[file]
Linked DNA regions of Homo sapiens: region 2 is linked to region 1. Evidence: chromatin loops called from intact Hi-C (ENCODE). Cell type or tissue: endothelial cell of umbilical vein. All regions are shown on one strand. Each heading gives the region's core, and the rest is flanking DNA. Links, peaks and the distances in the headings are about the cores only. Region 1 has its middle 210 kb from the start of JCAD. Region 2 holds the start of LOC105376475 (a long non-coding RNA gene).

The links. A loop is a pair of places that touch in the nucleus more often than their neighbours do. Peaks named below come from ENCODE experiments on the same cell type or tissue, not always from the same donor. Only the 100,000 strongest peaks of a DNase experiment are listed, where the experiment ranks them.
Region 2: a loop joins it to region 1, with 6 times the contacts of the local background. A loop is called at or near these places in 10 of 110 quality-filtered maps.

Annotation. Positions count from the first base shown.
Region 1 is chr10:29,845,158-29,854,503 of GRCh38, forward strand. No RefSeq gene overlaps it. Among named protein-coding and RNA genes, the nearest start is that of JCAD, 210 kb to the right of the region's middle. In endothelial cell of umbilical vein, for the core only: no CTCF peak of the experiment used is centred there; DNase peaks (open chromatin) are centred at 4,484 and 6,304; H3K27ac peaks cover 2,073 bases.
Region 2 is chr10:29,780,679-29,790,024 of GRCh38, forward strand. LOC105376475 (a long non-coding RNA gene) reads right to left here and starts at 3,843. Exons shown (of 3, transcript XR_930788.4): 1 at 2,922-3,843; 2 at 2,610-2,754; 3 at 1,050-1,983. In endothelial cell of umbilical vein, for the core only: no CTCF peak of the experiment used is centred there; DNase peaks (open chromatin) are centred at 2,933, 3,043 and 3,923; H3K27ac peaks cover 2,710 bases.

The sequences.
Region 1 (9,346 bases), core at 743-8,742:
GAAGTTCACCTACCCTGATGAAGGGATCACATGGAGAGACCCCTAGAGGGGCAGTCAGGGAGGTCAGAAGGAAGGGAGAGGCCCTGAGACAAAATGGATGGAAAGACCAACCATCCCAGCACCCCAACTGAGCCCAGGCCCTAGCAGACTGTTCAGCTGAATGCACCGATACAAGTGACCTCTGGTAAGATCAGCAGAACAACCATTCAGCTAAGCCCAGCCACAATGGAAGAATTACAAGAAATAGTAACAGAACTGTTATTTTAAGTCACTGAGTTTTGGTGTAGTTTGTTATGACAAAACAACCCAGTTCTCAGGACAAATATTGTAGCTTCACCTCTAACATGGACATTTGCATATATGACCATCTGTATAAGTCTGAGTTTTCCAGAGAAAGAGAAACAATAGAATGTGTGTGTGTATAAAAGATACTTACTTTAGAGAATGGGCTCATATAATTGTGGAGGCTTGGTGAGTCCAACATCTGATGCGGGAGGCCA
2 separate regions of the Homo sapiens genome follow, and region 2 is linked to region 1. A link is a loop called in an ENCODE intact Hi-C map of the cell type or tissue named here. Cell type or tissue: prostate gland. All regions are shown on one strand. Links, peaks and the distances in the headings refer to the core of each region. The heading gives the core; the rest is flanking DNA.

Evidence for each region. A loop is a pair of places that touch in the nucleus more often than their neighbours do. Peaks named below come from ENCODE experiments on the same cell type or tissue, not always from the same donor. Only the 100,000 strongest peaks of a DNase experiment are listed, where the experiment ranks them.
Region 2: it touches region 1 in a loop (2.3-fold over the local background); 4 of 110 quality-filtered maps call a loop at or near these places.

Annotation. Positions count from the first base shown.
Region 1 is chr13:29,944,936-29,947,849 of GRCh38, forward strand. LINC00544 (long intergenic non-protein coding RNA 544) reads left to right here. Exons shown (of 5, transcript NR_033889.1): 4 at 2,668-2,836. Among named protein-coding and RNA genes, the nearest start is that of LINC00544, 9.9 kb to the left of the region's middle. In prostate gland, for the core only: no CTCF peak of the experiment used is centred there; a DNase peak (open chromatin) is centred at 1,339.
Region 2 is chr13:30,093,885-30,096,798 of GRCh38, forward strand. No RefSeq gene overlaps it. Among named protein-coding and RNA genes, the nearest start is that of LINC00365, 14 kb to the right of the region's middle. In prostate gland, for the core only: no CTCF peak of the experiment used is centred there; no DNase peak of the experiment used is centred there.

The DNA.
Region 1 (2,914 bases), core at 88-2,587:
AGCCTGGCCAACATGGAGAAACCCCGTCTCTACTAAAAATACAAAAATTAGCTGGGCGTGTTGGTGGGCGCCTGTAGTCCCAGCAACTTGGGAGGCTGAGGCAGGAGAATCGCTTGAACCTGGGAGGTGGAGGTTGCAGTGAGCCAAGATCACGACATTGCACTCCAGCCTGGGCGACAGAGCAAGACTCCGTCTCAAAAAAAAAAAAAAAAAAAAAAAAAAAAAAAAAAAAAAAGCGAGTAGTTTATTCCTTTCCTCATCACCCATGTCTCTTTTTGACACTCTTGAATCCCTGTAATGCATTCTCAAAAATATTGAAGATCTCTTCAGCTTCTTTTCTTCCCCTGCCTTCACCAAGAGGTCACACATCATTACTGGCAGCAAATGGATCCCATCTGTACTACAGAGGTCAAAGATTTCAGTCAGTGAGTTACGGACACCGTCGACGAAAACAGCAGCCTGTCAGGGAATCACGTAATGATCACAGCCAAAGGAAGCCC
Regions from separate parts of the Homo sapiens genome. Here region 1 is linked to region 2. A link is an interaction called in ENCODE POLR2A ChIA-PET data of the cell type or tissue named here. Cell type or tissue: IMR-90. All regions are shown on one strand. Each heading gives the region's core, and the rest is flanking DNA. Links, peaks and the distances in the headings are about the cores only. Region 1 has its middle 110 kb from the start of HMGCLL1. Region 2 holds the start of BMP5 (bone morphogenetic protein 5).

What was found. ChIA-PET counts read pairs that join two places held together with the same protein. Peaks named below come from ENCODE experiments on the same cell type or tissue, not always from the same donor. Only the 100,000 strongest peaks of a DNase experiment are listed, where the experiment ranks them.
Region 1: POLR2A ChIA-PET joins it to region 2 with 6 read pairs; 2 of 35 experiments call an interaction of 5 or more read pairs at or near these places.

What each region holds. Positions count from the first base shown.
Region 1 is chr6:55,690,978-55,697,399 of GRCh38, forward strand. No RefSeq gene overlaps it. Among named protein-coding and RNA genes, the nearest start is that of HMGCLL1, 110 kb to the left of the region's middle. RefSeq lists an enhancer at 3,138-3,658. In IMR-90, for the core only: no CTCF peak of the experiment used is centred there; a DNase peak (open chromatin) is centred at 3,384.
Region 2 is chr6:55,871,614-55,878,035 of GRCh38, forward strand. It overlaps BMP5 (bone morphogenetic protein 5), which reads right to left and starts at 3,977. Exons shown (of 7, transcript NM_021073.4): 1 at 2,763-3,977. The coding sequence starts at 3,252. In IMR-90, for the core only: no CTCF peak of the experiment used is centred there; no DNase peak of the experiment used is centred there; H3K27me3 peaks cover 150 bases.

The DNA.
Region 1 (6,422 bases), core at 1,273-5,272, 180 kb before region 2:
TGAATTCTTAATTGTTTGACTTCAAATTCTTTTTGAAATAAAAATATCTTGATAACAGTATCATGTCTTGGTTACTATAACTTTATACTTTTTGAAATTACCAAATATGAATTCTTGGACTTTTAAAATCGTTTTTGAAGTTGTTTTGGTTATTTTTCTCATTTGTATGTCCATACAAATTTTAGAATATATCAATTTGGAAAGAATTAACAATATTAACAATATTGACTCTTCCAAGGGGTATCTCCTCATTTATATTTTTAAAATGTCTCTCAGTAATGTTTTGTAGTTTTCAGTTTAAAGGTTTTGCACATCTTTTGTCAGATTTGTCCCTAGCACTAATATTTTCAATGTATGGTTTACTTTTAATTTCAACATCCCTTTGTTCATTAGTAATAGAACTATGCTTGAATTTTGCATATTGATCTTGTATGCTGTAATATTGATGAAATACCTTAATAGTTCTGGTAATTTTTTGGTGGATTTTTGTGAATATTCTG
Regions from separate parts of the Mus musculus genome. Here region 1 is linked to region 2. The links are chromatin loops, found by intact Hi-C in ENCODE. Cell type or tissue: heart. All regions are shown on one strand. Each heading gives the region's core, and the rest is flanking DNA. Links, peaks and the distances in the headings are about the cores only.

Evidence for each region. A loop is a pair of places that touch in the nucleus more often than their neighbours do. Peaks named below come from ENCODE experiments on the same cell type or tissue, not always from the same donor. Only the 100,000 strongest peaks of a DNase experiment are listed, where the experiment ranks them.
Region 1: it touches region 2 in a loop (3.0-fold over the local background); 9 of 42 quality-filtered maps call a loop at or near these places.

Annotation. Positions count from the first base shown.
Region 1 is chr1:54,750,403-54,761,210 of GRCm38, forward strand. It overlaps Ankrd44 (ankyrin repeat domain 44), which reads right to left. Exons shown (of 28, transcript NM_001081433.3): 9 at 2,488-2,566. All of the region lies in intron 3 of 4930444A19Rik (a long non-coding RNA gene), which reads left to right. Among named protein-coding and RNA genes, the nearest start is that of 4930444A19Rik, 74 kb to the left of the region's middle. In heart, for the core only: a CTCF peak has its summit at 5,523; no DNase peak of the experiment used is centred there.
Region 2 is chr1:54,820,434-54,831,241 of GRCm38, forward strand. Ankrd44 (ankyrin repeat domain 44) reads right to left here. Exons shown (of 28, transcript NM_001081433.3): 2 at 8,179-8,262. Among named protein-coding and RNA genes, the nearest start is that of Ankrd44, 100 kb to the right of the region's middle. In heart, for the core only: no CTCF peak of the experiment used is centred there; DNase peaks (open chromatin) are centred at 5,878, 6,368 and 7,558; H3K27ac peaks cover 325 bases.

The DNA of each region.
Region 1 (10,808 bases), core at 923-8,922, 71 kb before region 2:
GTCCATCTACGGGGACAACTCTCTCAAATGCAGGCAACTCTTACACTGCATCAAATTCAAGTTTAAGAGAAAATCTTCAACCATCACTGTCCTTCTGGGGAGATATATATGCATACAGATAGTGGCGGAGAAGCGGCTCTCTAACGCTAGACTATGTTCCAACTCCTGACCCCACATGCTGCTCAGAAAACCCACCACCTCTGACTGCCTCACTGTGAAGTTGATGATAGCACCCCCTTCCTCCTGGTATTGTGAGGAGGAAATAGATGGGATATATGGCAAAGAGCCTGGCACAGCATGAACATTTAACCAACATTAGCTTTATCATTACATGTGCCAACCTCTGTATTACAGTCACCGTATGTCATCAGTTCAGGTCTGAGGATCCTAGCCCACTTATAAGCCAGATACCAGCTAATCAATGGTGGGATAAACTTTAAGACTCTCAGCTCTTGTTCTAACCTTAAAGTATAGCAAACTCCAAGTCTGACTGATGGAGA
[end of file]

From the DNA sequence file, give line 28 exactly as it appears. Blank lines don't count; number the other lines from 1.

Regions from separate parts of the Mus musculus genome. Here region 1 is linked to region 2. The links are chromatin loops, found by intact Hi-C in ENCODE. Cell type or tissue: heart. All regions are shown on one strand. Each heading gives the region's core, and the rest is flanking DNA. Links, peaks and the distances in the headings are about the cores only.